The majority of the game – at any level – is played in small spaces. Along the boards, in the corners, in front of the net, on the breakout – it’s all in tight areas with limited time and space.
Nashville Predators forward Craig Smith knows that area well. The Wisconsin native has become a connoisseur of small spaces. Now in his seventh season with the Predators, recently hitting the 500-NHL game and 250-point markers, Smith continues to use that knowledge to hunt the puck and generate offense.
“It’s like the little things in life, all those little things matter,” said Smith, who spent three years developing with the USHL’s Waterloo Black Hawks before starring for the University of Wisconsin. “One of the key points in today’s game is being able to manage the small space – those little areas that add up.
“Those tight spaces are huge in the game today. If you don’t learn them when you’re younger, it’s tough to teach as you get older.”
It’s especially important to learn at 10U, when kids are entering the Golden Age of Skill Development.
Here are Smith’s tips for learning to navigate small areas.
At 10U, players should be incorporating hockey sense into their game. Smith says that awareness and “hockey smarts” is a big part of what can help in those tight spaces.
“It’s a lot of body awareness; knowing where you are,” he said. “It’s not just getting in it and winning the battle. It’s also knowing, when you get the puck, how are you going to get away? What are you going to do next? You want to always be thinking one, two, three steps ahead of the play, even when you’re in the heat of the battle.”
Smith says 10U players will become better, quicker decision-makers and develop more spatial awareness with small-area games.
Stick work and body positioning
Stick work and body positioning are key skills to winning corner battles.
“One of the best guys I’ve seen do it is [San Jose Sharks captain and two-time U.S. Olympian] Joe Pavelski,” said Smith. “When he’s in corners, his stick checks in the battle will get him a foot or two of space with the puck, and I think that’s a huge advantage.”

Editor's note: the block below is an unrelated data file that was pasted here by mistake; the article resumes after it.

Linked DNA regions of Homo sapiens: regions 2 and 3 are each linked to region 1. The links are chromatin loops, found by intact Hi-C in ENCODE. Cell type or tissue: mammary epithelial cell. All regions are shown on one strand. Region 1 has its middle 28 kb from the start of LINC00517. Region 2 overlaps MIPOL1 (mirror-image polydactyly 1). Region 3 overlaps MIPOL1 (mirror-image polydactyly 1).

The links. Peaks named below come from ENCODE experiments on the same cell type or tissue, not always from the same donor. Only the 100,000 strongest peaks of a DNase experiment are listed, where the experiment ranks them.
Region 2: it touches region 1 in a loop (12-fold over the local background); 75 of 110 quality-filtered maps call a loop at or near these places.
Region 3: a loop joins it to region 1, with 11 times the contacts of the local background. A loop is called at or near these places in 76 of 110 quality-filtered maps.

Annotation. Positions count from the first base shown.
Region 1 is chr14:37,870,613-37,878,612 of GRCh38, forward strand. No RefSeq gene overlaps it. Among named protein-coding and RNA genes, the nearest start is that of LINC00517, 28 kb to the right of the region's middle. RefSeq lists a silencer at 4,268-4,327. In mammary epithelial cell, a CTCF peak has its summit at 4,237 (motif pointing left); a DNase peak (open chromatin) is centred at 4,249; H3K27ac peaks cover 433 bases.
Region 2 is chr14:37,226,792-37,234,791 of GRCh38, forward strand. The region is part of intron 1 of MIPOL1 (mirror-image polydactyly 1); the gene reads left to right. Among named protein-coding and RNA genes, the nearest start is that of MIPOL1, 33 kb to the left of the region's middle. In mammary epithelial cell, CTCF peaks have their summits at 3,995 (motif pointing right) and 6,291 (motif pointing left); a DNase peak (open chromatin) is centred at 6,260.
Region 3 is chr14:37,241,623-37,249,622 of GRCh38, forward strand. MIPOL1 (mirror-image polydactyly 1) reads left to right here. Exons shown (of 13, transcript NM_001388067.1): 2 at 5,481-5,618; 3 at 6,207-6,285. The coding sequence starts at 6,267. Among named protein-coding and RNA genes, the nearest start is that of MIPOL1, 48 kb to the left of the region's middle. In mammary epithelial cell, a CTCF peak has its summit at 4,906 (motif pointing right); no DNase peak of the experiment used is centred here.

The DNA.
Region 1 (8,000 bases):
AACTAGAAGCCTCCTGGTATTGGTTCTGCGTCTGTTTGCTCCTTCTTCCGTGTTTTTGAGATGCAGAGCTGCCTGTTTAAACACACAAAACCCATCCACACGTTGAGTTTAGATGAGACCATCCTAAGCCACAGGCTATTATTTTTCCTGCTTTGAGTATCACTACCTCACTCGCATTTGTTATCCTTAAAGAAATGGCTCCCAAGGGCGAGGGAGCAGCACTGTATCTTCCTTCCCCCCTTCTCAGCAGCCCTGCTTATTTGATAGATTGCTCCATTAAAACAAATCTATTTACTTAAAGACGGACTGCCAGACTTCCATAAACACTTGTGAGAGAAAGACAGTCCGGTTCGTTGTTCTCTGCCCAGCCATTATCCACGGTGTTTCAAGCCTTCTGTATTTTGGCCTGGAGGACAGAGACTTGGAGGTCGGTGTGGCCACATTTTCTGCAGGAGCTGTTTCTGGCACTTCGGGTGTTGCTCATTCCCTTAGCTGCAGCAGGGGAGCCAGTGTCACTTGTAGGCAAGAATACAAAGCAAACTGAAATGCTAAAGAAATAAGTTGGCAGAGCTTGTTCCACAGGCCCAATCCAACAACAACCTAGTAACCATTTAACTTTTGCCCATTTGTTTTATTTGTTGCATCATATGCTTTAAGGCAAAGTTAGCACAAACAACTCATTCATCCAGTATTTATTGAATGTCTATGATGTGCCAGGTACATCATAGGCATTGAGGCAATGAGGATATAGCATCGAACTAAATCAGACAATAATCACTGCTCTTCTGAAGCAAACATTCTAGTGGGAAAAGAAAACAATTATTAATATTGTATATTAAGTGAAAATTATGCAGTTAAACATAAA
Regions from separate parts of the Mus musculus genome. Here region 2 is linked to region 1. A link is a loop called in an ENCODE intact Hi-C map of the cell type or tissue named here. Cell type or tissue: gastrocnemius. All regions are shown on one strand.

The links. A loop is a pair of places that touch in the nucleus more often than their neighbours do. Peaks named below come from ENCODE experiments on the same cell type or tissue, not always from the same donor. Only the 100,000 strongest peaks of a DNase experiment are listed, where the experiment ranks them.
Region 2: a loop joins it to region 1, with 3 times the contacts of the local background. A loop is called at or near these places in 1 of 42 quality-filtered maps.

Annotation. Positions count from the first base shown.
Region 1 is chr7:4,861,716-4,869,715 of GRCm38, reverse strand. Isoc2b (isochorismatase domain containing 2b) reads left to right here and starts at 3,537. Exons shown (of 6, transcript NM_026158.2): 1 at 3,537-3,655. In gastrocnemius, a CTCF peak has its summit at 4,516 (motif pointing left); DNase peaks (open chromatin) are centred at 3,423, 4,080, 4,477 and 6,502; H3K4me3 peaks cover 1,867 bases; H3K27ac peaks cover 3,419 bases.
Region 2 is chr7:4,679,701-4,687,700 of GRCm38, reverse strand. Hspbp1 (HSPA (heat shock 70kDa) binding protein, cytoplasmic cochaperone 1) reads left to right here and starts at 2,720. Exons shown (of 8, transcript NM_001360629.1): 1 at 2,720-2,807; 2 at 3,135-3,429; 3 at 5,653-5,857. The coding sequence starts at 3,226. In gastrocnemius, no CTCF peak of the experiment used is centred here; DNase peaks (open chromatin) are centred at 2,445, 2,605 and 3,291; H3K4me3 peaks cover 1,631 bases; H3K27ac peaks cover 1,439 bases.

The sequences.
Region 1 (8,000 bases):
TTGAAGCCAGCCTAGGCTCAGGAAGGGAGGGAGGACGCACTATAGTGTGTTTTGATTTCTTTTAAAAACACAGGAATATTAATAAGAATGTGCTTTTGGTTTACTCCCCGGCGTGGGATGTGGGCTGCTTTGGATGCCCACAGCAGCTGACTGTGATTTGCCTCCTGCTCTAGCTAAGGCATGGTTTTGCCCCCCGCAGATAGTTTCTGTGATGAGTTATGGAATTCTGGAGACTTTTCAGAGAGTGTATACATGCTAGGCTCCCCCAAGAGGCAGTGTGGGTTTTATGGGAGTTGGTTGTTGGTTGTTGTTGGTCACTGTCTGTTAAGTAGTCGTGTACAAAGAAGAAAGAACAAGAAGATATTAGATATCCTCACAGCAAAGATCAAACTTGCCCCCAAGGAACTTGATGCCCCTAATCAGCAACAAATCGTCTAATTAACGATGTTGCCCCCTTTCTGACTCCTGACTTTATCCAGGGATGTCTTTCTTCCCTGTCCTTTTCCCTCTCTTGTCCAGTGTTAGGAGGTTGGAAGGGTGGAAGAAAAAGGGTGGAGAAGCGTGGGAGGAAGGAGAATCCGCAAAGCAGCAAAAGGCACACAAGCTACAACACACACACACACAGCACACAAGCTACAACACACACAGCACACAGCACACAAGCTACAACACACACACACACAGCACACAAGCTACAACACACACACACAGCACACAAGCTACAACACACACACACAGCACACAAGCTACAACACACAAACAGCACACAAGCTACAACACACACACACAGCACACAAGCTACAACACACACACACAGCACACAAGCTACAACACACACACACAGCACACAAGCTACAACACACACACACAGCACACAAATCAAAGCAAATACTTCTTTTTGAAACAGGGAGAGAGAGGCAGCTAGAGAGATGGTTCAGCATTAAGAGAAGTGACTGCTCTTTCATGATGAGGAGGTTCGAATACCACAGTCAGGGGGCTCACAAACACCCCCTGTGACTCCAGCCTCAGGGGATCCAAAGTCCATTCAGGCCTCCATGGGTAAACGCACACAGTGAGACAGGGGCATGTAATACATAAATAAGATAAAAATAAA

Smith said working on stick work and body positioning in tight spaces is easy and can be fun and competitive.
“Playing one-on-one with a buddy, where basically you leave the puck in the middle of your skates and you battle for possession,” he said. “Basically you have to keep his stick away from the puck. Just work on small stuff like that. It builds memory and how to do it and how it feels. Eventually you’ll be better and better at it.”
Practice makes perfect
Smith’s final bit of advice to master puck possession in tight spaces is a simple one:
“You have to put in the work,” said Smith. “If you don’t practice those battles, those puck-possession drills and skating in and out of those tight spaces, if you don’t get the reps in and you don’t see it, then you’re not going to be able to see it when you’re in a game situation.”
Repetition is the best way a 10U player is going to learn and retain all aspects of the game. It’s a big part of what small-area hockey promotes, providing more reps, more decision-making opportunities and, as a result, more efficient skill development. And the more times a player can work on his or her game in the small areas, the better they can become in those crucial sequences as they move up the ranks.
Plus they’ll be getting more puck touches, which always equals more development, more engagement and more fun.